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Sandman: The Dream Hunters by Neil Gaiman

Sandman: The Dream Hunters (edition 2000)

by Neil Gaiman

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2,601362,300 (4.29)36
Title:Sandman: The Dream Hunters
Authors:Neil Gaiman
Info:DC Comics (2000), Paperback
Collections:Your library

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The Sandman: The Dream Hunters by Neil Gaiman (Author)

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  1. 10
    Yume No Hon: The Book of Dreams by Catherynne M. Valente (Jannes)
    Jannes: Japanese-inspired mythology of dream and unreality. Valente and Gaiman are both masters of their craft, each with a unique and powerful voice and an inventiveness that leaves you awe-struck and wishing for more.
  2. 00
    Moonsinger's Friends: In Honor of Andre Norton by Susan M. Shwartz (DisassemblyOfReason)
    DisassemblyOfReason: If you enjoyed The Dream Hunters, "The Foxwife" by Jane Yolen in Moonsinger's Friends features another fox spirit who falls in love with a mortal man.

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» See also 36 mentions

Showing 1-5 of 36 (next | show all)
This story does its best to find out if you have a heart and does it ache. Clumsy at first, it becomes subtle. ( )
  MartinEdasi | Jan 29, 2017 |
In The Sandman: The Dream Hunters, Neil Gaiman returns to the Dreaming and Morpheus, its lord, in a story based on Rev. B.W. Ashton's story "The Fox, the Monk, and the Mikado of All Night's Dreaming", originally published in his Fairy Tales of Old Japan. The story fits perfectly with the mythology that Gaiman had previously crafted in his regular Sandman series and reads like one of the many interludes that Gaiman set during Morpheus' life prior to his captivity. Yoshitaka Amano's artwork is gorgeous and works perfectly to reflect and forward the tone of Gaiman's writing. As Gaiman's first return to The Sandman following completion of the regular series, this set the bar high and continued to show how Gaiman drives the medium of comics into new territory. The end result is something both gorgeous and haunting. ( )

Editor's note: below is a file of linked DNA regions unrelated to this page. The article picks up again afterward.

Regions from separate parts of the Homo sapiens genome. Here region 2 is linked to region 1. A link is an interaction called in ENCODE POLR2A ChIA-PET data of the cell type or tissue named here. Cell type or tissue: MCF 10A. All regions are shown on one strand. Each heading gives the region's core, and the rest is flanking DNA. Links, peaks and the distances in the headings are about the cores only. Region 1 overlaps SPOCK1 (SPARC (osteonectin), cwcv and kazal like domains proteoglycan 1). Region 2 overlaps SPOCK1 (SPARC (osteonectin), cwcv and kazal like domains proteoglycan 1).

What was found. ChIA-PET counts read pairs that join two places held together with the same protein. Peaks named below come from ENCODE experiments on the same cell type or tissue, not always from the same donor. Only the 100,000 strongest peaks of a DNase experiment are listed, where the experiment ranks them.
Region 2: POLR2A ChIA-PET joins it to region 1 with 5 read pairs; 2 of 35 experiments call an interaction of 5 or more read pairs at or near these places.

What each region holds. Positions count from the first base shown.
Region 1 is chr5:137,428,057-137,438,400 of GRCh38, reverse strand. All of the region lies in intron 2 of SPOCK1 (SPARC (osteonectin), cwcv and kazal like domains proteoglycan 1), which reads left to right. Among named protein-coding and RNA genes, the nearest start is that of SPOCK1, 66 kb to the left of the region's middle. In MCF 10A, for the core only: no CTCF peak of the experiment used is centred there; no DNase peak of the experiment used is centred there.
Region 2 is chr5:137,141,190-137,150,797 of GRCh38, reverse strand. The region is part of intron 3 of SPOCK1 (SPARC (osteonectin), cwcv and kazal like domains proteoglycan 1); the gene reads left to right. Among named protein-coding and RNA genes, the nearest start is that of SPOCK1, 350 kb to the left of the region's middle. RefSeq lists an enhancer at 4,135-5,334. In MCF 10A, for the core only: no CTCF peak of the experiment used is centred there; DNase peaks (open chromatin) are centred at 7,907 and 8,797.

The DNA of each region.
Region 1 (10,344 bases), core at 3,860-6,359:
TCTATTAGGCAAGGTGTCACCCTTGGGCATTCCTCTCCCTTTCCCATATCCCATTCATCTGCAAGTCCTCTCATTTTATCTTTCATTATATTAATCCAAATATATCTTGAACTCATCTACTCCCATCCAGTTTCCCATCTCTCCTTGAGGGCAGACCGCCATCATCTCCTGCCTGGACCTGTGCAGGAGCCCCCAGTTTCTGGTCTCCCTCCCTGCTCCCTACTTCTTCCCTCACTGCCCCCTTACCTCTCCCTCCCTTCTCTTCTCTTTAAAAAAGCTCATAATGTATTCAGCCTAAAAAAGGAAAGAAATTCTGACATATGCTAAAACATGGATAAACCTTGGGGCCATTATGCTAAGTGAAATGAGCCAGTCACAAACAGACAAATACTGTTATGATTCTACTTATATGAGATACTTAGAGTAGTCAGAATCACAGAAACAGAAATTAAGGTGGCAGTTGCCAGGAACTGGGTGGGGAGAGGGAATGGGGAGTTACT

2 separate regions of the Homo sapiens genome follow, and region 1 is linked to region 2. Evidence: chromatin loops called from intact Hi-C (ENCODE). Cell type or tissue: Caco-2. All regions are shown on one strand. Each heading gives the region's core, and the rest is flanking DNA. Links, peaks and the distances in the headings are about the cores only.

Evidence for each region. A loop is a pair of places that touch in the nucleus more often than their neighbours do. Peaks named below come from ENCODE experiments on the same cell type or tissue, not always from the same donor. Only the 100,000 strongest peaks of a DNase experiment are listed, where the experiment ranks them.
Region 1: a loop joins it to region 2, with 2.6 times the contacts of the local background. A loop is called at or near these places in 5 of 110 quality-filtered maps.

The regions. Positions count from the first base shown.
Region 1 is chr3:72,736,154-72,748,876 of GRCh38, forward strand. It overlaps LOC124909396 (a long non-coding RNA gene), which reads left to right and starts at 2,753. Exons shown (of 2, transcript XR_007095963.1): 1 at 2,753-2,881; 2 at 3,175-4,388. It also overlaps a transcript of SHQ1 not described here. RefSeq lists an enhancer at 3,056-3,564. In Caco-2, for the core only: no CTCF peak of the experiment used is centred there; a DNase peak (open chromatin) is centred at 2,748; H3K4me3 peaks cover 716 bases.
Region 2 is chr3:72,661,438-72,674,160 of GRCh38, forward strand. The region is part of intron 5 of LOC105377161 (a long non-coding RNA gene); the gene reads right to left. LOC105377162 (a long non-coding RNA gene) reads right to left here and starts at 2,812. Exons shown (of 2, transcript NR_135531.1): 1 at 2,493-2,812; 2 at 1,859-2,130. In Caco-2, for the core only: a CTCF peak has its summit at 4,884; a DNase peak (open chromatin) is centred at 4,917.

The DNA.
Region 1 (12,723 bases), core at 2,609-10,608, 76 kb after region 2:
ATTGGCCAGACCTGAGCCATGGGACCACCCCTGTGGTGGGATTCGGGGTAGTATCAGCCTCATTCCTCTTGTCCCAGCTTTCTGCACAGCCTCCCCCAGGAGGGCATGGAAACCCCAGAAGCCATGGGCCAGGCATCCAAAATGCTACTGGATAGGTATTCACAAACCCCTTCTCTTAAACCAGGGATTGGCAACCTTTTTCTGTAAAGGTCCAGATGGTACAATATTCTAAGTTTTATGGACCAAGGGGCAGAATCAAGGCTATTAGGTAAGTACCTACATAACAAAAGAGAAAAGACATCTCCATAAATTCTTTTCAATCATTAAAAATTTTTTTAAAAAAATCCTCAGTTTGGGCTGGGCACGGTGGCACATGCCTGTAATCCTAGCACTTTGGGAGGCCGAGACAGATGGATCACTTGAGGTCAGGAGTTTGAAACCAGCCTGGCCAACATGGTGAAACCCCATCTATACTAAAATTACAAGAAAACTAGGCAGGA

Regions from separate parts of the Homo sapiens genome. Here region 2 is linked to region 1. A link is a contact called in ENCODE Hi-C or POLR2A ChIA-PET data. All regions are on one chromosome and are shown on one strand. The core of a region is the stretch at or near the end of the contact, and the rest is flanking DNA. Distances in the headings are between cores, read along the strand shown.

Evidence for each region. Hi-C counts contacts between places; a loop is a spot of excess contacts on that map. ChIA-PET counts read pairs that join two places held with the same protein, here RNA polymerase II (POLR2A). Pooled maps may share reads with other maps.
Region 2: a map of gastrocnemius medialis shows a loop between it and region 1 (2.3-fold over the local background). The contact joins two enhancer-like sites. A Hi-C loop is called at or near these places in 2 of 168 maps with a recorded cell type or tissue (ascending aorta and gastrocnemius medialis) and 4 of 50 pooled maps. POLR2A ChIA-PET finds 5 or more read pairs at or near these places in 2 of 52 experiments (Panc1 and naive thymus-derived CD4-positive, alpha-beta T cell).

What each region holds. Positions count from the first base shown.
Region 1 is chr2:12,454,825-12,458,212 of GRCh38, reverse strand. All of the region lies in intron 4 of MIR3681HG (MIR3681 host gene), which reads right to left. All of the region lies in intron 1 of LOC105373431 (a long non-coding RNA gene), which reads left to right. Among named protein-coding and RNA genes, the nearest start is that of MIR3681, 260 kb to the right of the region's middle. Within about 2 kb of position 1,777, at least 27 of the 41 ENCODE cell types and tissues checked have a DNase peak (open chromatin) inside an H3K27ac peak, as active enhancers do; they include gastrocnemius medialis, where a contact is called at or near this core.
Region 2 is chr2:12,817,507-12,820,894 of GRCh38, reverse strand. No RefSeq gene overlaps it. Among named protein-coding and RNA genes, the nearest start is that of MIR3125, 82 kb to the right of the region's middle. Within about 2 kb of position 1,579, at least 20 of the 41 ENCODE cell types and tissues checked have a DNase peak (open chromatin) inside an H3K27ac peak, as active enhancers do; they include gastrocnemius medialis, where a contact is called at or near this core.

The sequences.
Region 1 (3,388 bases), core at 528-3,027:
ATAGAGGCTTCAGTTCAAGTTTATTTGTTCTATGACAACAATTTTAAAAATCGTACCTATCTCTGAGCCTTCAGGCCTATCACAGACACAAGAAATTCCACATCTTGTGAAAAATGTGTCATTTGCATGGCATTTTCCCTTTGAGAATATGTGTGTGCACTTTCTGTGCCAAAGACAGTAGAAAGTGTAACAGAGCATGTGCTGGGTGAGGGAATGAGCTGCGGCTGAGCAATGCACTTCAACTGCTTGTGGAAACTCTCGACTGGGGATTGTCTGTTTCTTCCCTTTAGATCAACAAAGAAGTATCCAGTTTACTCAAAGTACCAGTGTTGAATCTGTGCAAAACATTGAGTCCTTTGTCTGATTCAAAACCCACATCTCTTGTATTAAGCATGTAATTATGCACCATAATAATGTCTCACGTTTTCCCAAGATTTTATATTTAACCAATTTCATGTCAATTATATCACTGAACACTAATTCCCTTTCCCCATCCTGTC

DarthDeverell | Jun 4, 2016 |
Quite gorgeous although Dream doesn't feature as much as I'd like ( )
  RealLifeReading | Jan 19, 2016 |
This was my first graphic novel, and if others are this magnificent, I am all in! The illustrations, by Yoshitaka Amano, are exquisite. The story is a fable of a monk, a fox, and their connection in the real and dream worlds. It is a lovely fable about life, love, and death. Just a fabulous reading experience, both in terms of Gaiman's prose and Amano's visual feast! ( )
  hemlokgang | Jan 13, 2016 |
3 years after the Sandman called it quits, and just over 10 years after issue #1 hit the stands, the Dream Hunters was the best return the King of All Night's Dreaming could've asked for.

[N.B. This review includes images, and was formatted for my site, dendrobibliography -- located here.]

I was nervous about this story: It's structure is a departure for the Dreaming, being a novella with accompanying illustrations instead of a 'comic book.' I didn't expect it could capture Dream's trademark twinkle nearly so well--and I was wrong. This is the Sandman, and it's one of Dream's most powerful stories. Gaiman spent years evoking the style of myths of all colors to tell stories about--well--stories, and this is him exercising that experience to pay homage to Japanese and Chinese folklore.*

This isn't a continuation of the original series, either, making it a safe read for new-comers. The nods are there--and satisfying--but they're unimportant to the story itself. The Dream Hunters is all Morpheus and his fatal hubris from beginning to end. He guides two potential lovers, a fox-spirit and a monk, to care for one another despite their doomed situation. Theirs is a sly, sad defense of forbidden love only Morpheus could deliver.

The illustrations decorating every other page were provided by Yoshitaka Amano, best known for his iconic Final Fantasy artwork. Amano's simple, yet complex images go hand-in-hand with Gaiman's prose. They're both detached and maybe a bit cold in the same fairy-tale way, gently carrying a story for any time and as old as time to the reader. His pencil lines are sparse, but still provide fine details to strike humanity in his characters. (& his ethereal style captures the '80s goth-punk vibe of Morpheus' (contextually-ridiculous) figure so well!)